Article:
cores could be mounted held securely centered on "buttons" moulded into
the polypropylene-epoxy body rings, and improving molds continued the
process of mechanically
improving the design of the motor with each new one I made. By 2012 I
had good, efficient, safe motors.
2012 version Electric Hubcap
The ilmenite coil coatings didn't stick well and flaked
off, and it wasn't until late in 2013, as I developed the Electric
Caik size motor, that I found a rubberized primer it would stick to
I'd still like to improve on the magnet mounting on the
rotors. The motors could handle higher
RPMs if not for the possibility of having the magnets fly off the rotor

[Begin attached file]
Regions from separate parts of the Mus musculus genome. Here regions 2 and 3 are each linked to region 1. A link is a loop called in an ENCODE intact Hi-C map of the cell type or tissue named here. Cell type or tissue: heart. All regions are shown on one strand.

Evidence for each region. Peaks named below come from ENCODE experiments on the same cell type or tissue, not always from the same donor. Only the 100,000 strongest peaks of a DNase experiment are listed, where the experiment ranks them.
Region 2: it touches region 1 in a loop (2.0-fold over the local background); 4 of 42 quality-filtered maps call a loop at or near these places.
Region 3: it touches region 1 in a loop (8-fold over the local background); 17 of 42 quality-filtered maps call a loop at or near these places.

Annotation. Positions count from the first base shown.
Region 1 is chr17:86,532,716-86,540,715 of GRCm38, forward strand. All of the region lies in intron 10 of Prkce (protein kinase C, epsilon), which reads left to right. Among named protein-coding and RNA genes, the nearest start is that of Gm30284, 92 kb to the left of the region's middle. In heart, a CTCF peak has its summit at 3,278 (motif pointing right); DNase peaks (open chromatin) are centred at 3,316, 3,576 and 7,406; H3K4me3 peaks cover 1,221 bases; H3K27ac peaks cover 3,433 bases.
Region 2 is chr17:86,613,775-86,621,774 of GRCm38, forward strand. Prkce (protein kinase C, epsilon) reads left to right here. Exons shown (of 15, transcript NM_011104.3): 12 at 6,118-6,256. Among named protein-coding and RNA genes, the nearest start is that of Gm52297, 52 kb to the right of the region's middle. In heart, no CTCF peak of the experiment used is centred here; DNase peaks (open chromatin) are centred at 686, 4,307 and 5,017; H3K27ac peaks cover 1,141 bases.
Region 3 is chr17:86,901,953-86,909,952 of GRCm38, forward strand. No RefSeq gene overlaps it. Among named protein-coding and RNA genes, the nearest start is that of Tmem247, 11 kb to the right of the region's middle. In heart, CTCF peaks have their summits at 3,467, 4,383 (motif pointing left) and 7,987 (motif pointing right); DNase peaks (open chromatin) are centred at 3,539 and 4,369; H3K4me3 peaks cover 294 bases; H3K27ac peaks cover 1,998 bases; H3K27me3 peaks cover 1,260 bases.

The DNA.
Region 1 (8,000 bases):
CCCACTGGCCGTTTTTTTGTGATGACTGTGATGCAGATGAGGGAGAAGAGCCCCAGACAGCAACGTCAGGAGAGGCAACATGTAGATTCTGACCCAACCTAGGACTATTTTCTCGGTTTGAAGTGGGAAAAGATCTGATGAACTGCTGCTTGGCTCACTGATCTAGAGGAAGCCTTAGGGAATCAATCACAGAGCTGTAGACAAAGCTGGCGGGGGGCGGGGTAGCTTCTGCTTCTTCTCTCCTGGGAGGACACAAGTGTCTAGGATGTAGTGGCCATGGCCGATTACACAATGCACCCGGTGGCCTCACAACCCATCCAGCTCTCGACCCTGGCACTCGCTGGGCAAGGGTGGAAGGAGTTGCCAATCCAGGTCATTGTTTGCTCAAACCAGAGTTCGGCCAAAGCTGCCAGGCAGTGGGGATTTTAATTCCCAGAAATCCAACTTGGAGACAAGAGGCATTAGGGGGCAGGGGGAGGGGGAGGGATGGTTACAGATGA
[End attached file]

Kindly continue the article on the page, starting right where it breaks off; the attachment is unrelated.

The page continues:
from centrifugal force, which (for the Hubcap size) seems to occur at
perhaps around 3500-4500 RPM or less,
which leads me to limit RPM to about 2000. (My basic BLDC motor
controller has no "smarts" to set a definite speed limit.) On the other
hand, at higher
speeds vibration can get pretty intense and energy is being wasted. In
practice, such magnet mounting improvement will probably consist simply
of a beefier
layup of PP strapping with more epoxy.
THE ELECTRIC HUBCAP MOTOR FAMILY: Electric
Caik - Electric Hubcap - Electric Weel - Electric Cycle Wheel
The original size Electric Hubcap Motor has 9 coils and 6
magnet poles. The magnets are doubled-up and hence there are 12
supermagnets on the rotor.
But the coils and the magnets are separate units which may be employed
in various configurations. The coils can be wound as 63 turns of #14
wire for 36 volts, or 21 turns of #11 wire, for 12 volts. If the 12V
coils are placed in series, three coils per phase makes 36 volts, so it